Resources & Strategies for Communicating with Vaccine Hesitant Families

April 17, 2019

In these divided times, it’s important to recognize and remember that all parents want to do what is best for their child. While each family is different and not all methods of communicating will work for every parent or healthcare provider, important communication strategies exist to reassure families of vaccine safety.

Assume parents will vaccinate.

When discussing vaccines for children, it is best to remember most parents are planning to vaccinate. Introduce the topic with that in mind. State the child will receive vaccines as though you presume that parents want vaccines for their child during that visit.

A research study looking at healthcare professionals and parents’ interactions during vaccine visits showed parents were more likely to express concerns when providers used language that asked parents about their vaccination plans. In this study, the presumptive approach resulted in significantly more parents accepting vaccines for their child, especially at first-time visits. However, if parents still hesitate or express concerns, move to the next step and give your strong recommendation.

Examples:

Instead of asking, "What do you want to do about shots?"
Say, "Your child needs three shots today."

Instead of asking, "Have you thought about the shots your child needs today?"
Say, "Your child needs DTaP, Hib, and hepatitis B shots today. Do you have any questions?"

Give your strong recommendation.

Although parents frequently consult family members, friends, and websites for information on vaccines, parents consistently rank their child’s doctor as their most trusted source for vaccine information. With this unique position, your strong recommendation is critical for vaccine acceptance.

Clearly state your strong recommendation. If appropriate, you can add a brief supporting statement that uses a mix of science and anecdote, depending on what you think will be most effective with that parent. Share the importance of vaccines to protect children from potentially life-threatening diseases or talk about your personal experiences with vaccination.

Examples:

“I strongly recommend your child get these vaccines today.”

“These shots are very important to protect him/her from serious diseases.”

“I believe in vaccines so strongly that I vaccinated my own children on schedule.”

“This office has given thousands of doses of vaccines, and we have never seen a serious reaction.”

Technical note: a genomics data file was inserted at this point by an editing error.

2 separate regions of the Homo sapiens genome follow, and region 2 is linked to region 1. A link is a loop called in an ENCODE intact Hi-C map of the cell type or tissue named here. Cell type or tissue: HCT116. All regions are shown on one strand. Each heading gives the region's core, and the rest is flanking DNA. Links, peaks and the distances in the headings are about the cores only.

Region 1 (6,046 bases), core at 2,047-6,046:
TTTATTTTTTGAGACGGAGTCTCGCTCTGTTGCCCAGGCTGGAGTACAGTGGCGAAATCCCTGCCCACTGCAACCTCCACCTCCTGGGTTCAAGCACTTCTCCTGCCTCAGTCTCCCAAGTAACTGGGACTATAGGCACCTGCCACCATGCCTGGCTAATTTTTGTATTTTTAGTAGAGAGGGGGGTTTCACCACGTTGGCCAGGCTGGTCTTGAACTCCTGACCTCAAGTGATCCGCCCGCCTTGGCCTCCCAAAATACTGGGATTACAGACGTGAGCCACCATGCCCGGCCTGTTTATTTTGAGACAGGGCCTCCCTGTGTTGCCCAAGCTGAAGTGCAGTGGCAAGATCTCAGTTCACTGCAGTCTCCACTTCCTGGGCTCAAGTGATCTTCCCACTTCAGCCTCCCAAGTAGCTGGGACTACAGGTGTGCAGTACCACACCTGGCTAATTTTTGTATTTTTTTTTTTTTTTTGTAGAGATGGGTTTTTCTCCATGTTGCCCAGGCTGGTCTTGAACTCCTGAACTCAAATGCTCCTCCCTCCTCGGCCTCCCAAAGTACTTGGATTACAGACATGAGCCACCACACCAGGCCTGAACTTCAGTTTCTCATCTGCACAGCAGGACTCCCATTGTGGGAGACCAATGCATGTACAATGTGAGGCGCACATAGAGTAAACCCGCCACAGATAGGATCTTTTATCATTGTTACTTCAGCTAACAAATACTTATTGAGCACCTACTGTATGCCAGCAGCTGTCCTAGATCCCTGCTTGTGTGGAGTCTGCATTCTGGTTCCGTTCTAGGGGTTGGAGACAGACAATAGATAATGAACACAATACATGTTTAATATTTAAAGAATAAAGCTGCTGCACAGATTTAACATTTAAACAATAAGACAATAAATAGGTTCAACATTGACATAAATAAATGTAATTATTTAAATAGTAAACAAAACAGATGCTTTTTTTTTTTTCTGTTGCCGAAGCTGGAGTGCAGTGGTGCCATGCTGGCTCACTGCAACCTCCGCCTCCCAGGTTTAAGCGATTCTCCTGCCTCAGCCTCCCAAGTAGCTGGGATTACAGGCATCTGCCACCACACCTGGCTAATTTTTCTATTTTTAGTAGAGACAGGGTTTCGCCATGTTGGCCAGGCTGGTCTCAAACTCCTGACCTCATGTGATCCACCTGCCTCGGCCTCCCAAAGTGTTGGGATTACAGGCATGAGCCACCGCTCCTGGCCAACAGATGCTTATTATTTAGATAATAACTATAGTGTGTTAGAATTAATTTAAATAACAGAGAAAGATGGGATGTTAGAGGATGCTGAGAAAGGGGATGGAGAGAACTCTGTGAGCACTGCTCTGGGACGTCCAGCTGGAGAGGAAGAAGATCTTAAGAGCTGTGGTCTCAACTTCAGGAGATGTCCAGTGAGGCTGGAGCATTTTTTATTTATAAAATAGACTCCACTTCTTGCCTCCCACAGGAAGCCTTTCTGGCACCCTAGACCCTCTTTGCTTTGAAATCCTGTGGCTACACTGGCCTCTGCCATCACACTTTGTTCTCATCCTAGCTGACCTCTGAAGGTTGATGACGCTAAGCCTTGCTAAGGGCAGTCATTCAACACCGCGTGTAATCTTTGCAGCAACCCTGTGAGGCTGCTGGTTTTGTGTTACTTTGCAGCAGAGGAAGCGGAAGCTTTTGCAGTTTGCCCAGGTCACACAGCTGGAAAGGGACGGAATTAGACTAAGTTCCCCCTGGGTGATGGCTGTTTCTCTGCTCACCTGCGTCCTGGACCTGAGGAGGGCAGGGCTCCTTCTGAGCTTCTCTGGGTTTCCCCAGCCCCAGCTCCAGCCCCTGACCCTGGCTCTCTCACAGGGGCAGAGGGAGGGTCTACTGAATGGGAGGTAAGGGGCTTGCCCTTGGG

Listen to and respond to parents' questions.

Seek to understand parents’ concerns and provide requested information. Although research shows most parents in the United States support vaccines, you will encounter parents with questions. If a parent has concerns, resists following the recommended vaccine schedule, or questions your strong recommendation, this does not necessarily mean they will not accept vaccines. Sometimes parents simply want your answers to their questions. Your willingness to listen to their concerns will play a major role in building trust in you and your recommendation. 

When listening, seek to understand the concerns behind parents’ questions before responding with information the parent may not be asking about. If you encounter questions you do not know the answer to or information from sources you are unfamiliar with, it is best to acknowledge the parent’s concerns and share what you do know. Offer to review the information they have found and, if necessary, schedule another appointment to discuss it further.

Strategies for parents who decline vaccination.

If parents decline immunizations after your strong recommendation and conversation, use the following strategies:

  • Continue the conversation about vaccines during the next visit and restate your strong recommendation.
  • Inform parents about clinical presentations of vaccine-preventable diseases, including early symptoms.
  • Remind parents to call before bringing their child into the office, clinic or emergency department when the child is ill, so healthcare professionals can take precautions to protect others. Explain that, when scheduling an office visit for an ill child who has not received vaccines, you will need to take all possible precautions to prevent contact with other patients, especially those too young to be fully vaccinated and those who have weakened immune systems.
  • Share If You Choose Not to Vaccinate Your Child, Understand the Risks and Responsibilities with parents. This fact sheet explains the risks involved with their decision, including risks to other members of their community, and additional precautionary responsibilities for parents.

You may wish to have parents sign the American Academy of Pediatrics Refusal to Vaccinate form each time a vaccine is refused so that you have a record of their refusal in their child’s medical file.

Success Comes in Many Forms

Remember, success comes in many forms. It may mean that parents accept all vaccines when you recommend them, or that they schedule some vaccines for another day. For very vaccine-hesitant parents, success may simply mean agreeing to leave the door open for future conversations. Work with parents to agree on at least one action, such as scheduling another appointment or encouraging the parent to read additional information you provide them. If a parent declines vaccine once, it does not guarantee they always will. Continue to remind parents about the importance of keeping their child up-to-date on vaccines during future visits and work with them to get their child caught up if they fall behind.

Content from CDC Provider Resources for Vaccine Conversations with Parents.

Additional Resources


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